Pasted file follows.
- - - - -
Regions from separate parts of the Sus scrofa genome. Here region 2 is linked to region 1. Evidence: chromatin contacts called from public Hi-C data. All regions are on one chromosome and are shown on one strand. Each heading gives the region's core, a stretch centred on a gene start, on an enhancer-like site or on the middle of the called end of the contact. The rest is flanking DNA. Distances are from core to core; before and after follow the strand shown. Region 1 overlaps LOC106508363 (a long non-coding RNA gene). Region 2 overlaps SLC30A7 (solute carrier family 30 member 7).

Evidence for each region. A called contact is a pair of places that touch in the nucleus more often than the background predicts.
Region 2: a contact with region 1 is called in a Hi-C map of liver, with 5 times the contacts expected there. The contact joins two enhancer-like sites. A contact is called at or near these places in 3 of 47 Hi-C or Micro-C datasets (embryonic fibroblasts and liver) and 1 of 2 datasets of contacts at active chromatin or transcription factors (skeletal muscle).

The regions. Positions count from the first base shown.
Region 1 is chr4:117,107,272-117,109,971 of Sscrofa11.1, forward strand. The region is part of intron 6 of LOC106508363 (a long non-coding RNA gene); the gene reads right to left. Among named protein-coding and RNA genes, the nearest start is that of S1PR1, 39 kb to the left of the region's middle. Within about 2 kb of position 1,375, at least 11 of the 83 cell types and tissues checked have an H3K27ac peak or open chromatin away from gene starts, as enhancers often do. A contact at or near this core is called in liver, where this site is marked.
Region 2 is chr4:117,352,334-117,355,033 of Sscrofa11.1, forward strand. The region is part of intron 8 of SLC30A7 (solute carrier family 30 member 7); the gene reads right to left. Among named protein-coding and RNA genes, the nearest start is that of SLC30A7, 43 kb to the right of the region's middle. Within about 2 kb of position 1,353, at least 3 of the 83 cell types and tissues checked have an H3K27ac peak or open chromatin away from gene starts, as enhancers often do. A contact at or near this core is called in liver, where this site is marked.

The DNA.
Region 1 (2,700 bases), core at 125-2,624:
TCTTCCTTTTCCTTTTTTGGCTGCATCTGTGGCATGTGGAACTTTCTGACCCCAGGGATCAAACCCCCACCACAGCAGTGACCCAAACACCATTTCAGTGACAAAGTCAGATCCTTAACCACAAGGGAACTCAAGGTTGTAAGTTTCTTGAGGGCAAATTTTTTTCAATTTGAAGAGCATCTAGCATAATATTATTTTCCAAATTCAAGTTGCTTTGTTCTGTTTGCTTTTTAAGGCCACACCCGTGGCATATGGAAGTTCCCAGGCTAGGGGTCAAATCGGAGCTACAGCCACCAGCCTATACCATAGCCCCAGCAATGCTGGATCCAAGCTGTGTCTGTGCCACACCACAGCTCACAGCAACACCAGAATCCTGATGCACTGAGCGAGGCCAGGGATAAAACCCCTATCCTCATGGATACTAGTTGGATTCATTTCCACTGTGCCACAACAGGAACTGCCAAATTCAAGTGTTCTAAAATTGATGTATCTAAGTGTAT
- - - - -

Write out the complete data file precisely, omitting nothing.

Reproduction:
Regions from separate parts of the Sus scrofa genome. Here region 2 is linked to region 1. Evidence: chromatin contacts called from public Hi-C data. All regions are on one chromosome and are shown on one strand. Each heading gives the region's core, a stretch centred on a gene start, on an enhancer-like site or on the middle of the called end of the contact. The rest is flanking DNA. Distances are from core to core; before and after follow the strand shown. Region 1 overlaps LOC106508363 (a long non-coding RNA gene). Region 2 overlaps SLC30A7 (solute carrier family 30 member 7).

Evidence for each region. A called contact is a pair of places that touch in the nucleus more often than the background predicts.
Region 2: a contact with region 1 is called in a Hi-C map of liver, with 5 times the contacts expected there. The contact joins two enhancer-like sites. A contact is called at or near these places in 3 of 47 Hi-C or Micro-C datasets (embryonic fibroblasts and liver) and 1 of 2 datasets of contacts at active chromatin or transcription factors (skeletal muscle).

The regions. Positions count from the first base shown.
Region 1 is chr4:117,107,272-117,109,971 of Sscrofa11.1, forward strand. The region is part of intron 6 of LOC106508363 (a long non-coding RNA gene); the gene reads right to left. Among named protein-coding and RNA genes, the nearest start is that of S1PR1, 39 kb to the left of the region's middle. Within about 2 kb of position 1,375, at least 11 of the 83 cell types and tissues checked have an H3K27ac peak or open chromatin away from gene starts, as enhancers often do. A contact at or near this core is called in liver, where this site is marked.
Region 2 is chr4:117,352,334-117,355,033 of Sscrofa11.1, forward strand. The region is part of intron 8 of SLC30A7 (solute carrier family 30 member 7); the gene reads right to left. Among named protein-coding and RNA genes, the nearest start is that of SLC30A7, 43 kb to the right of the region's middle. Within about 2 kb of position 1,353, at least 3 of the 83 cell types and tissues checked have an H3K27ac peak or open chromatin away from gene starts, as enhancers often do. A contact at or near this core is called in liver, where this site is marked.

The DNA.
Region 1 (2,700 bases), core at 125-2,624:
TCTTCCTTTTCCTTTTTTGGCTGCATCTGTGGCATGTGGAACTTTCTGACCCCAGGGATCAAACCCCCACCACAGCAGTGACCCAAACACCATTTCAGTGACAAAGTCAGATCCTTAACCACAAGGGAACTCAAGGTTGTAAGTTTCTTGAGGGCAAATTTTTTTCAATTTGAAGAGCATCTAGCATAATATTATTTTCCAAATTCAAGTTGCTTTGTTCTGTTTGCTTTTTAAGGCCACACCCGTGGCATATGGAAGTTCCCAGGCTAGGGGTCAAATCGGAGCTACAGCCACCAGCCTATACCATAGCCCCAGCAATGCTGGATCCAAGCTGTGTCTGTGCCACACCACAGCTCACAGCAACACCAGAATCCTGATGCACTGAGCGAGGCCAGGGATAAAACCCCTATCCTCATGGATACTAGTTGGATTCATTTCCACTGTGCCACAACAGGAACTGCCAAATTCAAGTGTTCTAAAATTGATGTATCTAAGTGTAT